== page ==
Dear Dr. Brilliant Cliché;
When my friends are having problems, it’s easy to see what they ought to do- ditch the cheating boyfriend, stand up to the bully, start working out, get a dog… but when it comes to my own problems everything is murky, and the advice that my clear thinking friends offer seems as if it just isn’t taking everything into consideration.
Why is it that we can be so sensible about other people’s problems, yet be completely incapable of seeing our own? I even had a therapist once who gave great advice, but then got divorced and one of his kids ended up in jail. And he didn’t process it well, either, he was miserable. You would think that with all his training, he would do a little better than the rest of us.
If therapists can’t solve their own problems, how can anyone else? It doesn’t seem like it’s a matter of knowing what to do. It seems more a matter of emotions being stronger and more reflexive than reason or intellect.
Advice is a form of storytelling. You project yourself into someone else and their scenario and make up how things will go and thus what they should do. That’s why people most often don’t follow advice. It is your story not there’s. It is far less obvious to do this for oneself and you know it’s bullshit so there’s a lack of conviction you would have when you know what someone else should do.
Why do seemingly smart sensible people make rotten, stupid, nonsensical decisions? They have no personal plan thus no intent. They make decisions based on how they feel and do not evaluate them against an intentional life plan. A life plan or intent allows one to delay gratification thus not make impulsive feel good but real dumb decisions.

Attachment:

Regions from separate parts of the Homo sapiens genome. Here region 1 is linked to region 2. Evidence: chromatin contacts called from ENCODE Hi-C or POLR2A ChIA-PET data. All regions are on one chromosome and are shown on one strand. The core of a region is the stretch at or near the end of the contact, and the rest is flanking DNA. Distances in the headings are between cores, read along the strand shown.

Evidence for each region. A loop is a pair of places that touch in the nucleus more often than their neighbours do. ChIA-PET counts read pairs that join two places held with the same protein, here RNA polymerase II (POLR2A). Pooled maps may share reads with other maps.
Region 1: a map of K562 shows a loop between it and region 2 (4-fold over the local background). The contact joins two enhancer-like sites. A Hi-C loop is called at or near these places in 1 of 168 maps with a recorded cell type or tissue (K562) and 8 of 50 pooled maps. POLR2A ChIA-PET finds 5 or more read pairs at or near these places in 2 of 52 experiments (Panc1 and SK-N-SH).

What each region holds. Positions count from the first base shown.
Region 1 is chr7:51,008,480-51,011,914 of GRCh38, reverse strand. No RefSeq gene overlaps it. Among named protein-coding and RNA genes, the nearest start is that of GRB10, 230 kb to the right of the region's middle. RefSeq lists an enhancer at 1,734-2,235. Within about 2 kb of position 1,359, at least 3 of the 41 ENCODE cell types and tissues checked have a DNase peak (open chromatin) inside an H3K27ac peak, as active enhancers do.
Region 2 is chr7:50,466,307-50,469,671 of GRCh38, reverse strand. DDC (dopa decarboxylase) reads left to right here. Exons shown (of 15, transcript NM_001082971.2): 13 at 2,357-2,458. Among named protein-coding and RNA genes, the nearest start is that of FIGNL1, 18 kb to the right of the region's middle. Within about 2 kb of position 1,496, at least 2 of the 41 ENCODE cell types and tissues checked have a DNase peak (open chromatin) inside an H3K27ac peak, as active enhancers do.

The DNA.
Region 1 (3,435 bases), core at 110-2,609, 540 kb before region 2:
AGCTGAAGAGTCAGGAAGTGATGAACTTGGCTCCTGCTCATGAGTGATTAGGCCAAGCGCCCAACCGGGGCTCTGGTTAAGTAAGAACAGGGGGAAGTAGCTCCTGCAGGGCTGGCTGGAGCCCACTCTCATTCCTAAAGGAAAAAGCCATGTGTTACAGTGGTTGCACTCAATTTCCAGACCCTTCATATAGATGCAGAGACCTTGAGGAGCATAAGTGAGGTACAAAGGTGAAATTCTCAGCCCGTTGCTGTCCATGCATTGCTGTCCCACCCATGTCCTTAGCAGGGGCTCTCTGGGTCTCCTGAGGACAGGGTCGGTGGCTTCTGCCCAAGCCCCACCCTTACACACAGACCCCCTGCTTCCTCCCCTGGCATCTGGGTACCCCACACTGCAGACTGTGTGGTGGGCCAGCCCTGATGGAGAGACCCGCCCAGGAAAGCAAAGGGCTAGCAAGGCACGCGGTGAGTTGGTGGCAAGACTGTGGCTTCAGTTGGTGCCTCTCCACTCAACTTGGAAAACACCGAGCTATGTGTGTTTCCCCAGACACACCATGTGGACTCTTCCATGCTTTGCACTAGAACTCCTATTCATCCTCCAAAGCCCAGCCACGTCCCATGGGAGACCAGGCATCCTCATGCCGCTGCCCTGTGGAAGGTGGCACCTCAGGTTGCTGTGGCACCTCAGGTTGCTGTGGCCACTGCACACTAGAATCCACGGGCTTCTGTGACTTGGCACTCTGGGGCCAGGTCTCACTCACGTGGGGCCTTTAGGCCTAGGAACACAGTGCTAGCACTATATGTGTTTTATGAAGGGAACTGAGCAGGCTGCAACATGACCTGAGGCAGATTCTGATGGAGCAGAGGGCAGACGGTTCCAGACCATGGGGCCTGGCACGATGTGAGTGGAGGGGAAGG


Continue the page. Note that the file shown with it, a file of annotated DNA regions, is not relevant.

Every self-help book helps one to develop their own personal story. I call it intent but The Alchemist just calls it “your personal story”. My current favorite self-help book is :
|Generation WTF From “What the %#$@?” to a Wise, Tenacious, and Fearless You Christine B. Whelan|
She summarizes and field tests most other self-help books but also looks at it from the point of view that forming your story is no different than starting a not for profit business. This includes who you pick as a life partner. Never marry someone you wouldn’t pick for a business partner. If you do it will not bode well.
Formulating an intent based on your values and what you hope to achieve or as she states how you want to be remembered. This is quite effective advice. It’s like doing marketing research. What niche do you want to target? You then become your own product. Then you have to seeking out the right manufacturers (people who encourage you and can help) and reevaluate if you’re on target and being effective often.
Having a BUISNESS PLAN OR LIFE PLAN isn’t as random as just plain advice as its better researched and done in a stepwise realistic approach. It also utilizes other people in an efficient and reinforcing way. It is also flexible as it is reevaluated often.
An intentional life might not seem romantic but it isn’t stupid.
Dr. Brilliant Cliché